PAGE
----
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VISTAS Online is an innovative publication produced for ACA by Dr. Garry R. Walz and Dr. Jeanne C. Bleuer of Counseling Outfitters, LLC. Its purpose is to provide a means of capturing the ideas, information and experiences generated by the annual ACA Conference and selected ACA Division Conferences. Papers on a program or practice that has been validated through research or experience may also be submitted. This digital collection of peer-reviewed articles is authored by counselors, for counselors. VISTAS Online contains the full text of over 900 proprietary counseling articles published from 2004 to 2017.

When Body Image Becomes a Disorder

Ashlea R. Smith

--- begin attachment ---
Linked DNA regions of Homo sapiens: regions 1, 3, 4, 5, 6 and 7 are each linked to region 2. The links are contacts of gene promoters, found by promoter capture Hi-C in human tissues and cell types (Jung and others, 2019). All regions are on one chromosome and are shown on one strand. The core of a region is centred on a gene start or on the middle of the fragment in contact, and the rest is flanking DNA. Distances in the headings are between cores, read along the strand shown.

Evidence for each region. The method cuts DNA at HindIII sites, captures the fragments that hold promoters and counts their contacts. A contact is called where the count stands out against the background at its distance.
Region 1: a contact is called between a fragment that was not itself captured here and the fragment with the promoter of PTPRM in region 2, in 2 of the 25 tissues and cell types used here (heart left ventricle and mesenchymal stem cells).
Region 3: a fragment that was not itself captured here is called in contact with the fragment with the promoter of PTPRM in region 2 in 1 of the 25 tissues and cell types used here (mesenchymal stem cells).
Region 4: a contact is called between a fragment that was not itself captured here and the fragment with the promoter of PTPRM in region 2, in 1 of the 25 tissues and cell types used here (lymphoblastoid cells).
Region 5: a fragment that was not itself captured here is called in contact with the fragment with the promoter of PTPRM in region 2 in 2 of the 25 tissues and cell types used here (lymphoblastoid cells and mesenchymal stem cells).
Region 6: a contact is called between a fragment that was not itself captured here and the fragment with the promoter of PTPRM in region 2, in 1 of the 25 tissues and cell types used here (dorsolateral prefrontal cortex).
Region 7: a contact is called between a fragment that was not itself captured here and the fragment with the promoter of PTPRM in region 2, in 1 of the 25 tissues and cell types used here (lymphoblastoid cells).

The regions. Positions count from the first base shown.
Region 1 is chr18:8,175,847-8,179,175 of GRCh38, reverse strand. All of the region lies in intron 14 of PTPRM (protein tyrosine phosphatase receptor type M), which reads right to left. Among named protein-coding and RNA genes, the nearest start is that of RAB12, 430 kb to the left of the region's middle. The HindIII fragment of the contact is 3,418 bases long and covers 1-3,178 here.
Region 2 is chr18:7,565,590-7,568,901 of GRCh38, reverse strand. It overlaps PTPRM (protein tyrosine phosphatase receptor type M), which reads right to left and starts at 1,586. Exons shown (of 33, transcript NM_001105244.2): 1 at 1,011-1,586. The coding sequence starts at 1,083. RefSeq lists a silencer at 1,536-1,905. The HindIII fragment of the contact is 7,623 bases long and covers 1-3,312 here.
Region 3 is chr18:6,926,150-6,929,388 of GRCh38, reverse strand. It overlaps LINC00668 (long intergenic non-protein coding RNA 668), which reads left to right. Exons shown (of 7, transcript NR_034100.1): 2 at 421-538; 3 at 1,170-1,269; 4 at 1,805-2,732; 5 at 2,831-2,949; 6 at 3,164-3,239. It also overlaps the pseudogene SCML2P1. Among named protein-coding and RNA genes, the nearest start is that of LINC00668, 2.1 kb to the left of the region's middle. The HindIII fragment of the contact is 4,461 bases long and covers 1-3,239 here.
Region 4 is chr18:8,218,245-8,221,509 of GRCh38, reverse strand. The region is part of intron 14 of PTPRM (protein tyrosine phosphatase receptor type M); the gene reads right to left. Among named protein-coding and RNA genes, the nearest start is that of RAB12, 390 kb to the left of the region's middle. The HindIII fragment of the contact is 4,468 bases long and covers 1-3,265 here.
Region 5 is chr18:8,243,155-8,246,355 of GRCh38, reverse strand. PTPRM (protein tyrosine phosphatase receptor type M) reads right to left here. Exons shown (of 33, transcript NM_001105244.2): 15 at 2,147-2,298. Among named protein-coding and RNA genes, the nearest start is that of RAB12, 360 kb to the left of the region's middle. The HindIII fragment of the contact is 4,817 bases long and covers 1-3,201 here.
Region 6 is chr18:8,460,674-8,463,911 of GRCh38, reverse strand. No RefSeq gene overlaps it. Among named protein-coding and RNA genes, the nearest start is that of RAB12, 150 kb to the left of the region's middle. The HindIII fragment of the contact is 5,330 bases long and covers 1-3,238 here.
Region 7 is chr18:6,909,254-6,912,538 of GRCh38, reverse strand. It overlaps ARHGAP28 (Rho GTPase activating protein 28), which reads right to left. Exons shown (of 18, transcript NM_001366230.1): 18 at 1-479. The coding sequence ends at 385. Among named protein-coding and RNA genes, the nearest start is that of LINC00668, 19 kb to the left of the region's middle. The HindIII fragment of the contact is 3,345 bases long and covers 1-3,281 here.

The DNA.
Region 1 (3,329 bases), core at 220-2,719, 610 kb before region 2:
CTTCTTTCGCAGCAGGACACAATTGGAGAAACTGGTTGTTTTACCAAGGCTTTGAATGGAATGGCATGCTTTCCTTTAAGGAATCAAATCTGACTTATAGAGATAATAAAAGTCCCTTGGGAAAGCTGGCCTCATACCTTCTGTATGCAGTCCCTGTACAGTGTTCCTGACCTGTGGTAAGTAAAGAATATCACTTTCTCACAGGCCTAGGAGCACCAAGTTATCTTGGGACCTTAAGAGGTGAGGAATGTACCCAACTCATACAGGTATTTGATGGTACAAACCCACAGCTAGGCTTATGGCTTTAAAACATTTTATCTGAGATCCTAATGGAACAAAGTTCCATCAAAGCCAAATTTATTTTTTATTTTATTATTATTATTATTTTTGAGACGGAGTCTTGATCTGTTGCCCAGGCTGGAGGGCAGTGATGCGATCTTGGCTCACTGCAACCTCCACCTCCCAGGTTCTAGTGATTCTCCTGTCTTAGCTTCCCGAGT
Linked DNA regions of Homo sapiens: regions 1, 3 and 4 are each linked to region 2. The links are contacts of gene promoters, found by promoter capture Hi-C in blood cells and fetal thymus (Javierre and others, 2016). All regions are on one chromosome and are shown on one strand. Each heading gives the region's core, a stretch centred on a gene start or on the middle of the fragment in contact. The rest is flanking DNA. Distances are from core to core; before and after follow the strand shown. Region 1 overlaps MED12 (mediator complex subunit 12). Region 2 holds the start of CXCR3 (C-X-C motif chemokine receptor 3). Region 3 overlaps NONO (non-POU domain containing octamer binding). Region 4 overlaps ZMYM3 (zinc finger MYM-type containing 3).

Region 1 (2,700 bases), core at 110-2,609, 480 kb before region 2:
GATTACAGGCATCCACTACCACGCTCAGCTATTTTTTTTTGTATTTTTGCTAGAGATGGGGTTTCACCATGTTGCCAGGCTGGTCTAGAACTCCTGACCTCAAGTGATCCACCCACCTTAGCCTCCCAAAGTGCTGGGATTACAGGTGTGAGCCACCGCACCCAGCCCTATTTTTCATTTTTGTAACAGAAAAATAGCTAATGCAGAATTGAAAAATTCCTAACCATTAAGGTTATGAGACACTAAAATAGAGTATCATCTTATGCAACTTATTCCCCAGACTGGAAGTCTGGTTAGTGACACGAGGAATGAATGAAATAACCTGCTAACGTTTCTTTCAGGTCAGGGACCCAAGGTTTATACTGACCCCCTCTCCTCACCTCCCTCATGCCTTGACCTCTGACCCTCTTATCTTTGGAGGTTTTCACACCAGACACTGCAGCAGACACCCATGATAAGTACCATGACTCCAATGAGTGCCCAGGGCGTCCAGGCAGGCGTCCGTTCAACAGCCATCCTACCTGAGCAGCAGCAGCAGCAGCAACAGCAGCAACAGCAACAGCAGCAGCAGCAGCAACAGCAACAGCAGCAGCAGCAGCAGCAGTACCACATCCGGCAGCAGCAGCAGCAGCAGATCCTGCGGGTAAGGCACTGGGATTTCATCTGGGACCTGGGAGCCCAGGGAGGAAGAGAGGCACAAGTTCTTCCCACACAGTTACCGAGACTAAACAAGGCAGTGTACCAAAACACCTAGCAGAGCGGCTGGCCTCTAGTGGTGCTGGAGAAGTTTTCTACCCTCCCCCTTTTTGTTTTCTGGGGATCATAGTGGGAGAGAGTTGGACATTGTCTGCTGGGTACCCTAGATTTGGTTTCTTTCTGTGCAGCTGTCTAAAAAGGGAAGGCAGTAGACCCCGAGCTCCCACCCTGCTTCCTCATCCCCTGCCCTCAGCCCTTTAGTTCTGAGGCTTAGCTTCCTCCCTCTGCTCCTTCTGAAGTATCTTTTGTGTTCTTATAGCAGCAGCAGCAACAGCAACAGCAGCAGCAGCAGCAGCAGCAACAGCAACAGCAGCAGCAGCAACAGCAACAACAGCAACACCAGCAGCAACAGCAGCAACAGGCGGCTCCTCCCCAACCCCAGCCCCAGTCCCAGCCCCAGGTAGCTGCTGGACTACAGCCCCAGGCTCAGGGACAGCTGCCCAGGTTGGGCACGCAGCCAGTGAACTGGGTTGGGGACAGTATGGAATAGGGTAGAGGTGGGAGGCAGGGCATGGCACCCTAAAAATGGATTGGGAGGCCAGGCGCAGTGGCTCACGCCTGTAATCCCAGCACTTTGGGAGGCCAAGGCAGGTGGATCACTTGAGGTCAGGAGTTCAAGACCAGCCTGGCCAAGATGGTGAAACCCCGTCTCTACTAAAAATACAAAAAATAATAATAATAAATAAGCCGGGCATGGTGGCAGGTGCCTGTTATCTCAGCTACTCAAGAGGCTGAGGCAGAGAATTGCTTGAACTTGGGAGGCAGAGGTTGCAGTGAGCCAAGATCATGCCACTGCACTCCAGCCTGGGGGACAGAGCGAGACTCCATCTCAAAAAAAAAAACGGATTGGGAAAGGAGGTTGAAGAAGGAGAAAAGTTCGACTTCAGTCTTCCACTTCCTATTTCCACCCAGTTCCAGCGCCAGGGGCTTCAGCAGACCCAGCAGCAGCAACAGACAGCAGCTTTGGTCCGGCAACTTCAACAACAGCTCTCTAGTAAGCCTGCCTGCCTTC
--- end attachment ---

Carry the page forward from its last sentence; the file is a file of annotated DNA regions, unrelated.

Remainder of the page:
Body Dysmorphic Disorder (BDD), also known as dysmorphophobia is a disorder that may sound unfamiliar, but has actually been in existence for over 100 years, being first reported in medical literature around the year of 1891 (Hill, 2006). According to the DSM-IV-TR (American Psychiatric Association [APA], 2000), BDD is classified as a Somatoform Disorder, meaning there is the “presence of physical symptoms that suggest a general medical condition and are not fully explained by a general medical condition, by the direct effects of a substance, or by another mental disorder” (p. 485). The disorders that fall under this broad category of „Somatoform Disorders‟ include (a) Somatization Disorder, (b) Undifferentiated Somatoform Disorder, (c) Conversion Disorder, (d) Pain Disorder, (e) Hypochondriasis, (f) Body Dysmorphic Disorder, and (g) Somatoform Disorder Not Otherwise Specified (DSM-IV-TR, APA, 2000). In short, the above present with physical symptomology which have underlying emotional/psychological roots and no general medical condition can be originated as the cause for the symptoms. The primary indicator for BDD is “a preoccupation with a defect in appearance, the defect is either imagined, or if a slight physical anomaly is present, the individual‟s concern is markedly excessive” (DSM-IV-TR, APA, 2000, p. 507). An individual suffering from BDD usually seeks treatment for a physical problem when in reality the problem is emotionally and psychologically based as a psychiatric disorder. For example, an individual may perceive their nose as rather large, disfigured, and the source of their problems: They believe the way to „cure‟ this ailment, is to consult with a cosmetic surgeon for a rhinoplasty (e.g., nose job). However, Phillips, Grant, Siniscalchi, and Albertini (2001) found that 61.4% of individuals with BDD who sought either cosmetic surgery or dermatologic treatments reported no improvement in their perceived flaw and some individuals found the treatment worsened the initial complaint. Figueroa-Hass (2009) reported that BDD “tends to be unremitting and can lead to social exclusion, major depression, unnecessary surgery, and even suicide” (p. 379).

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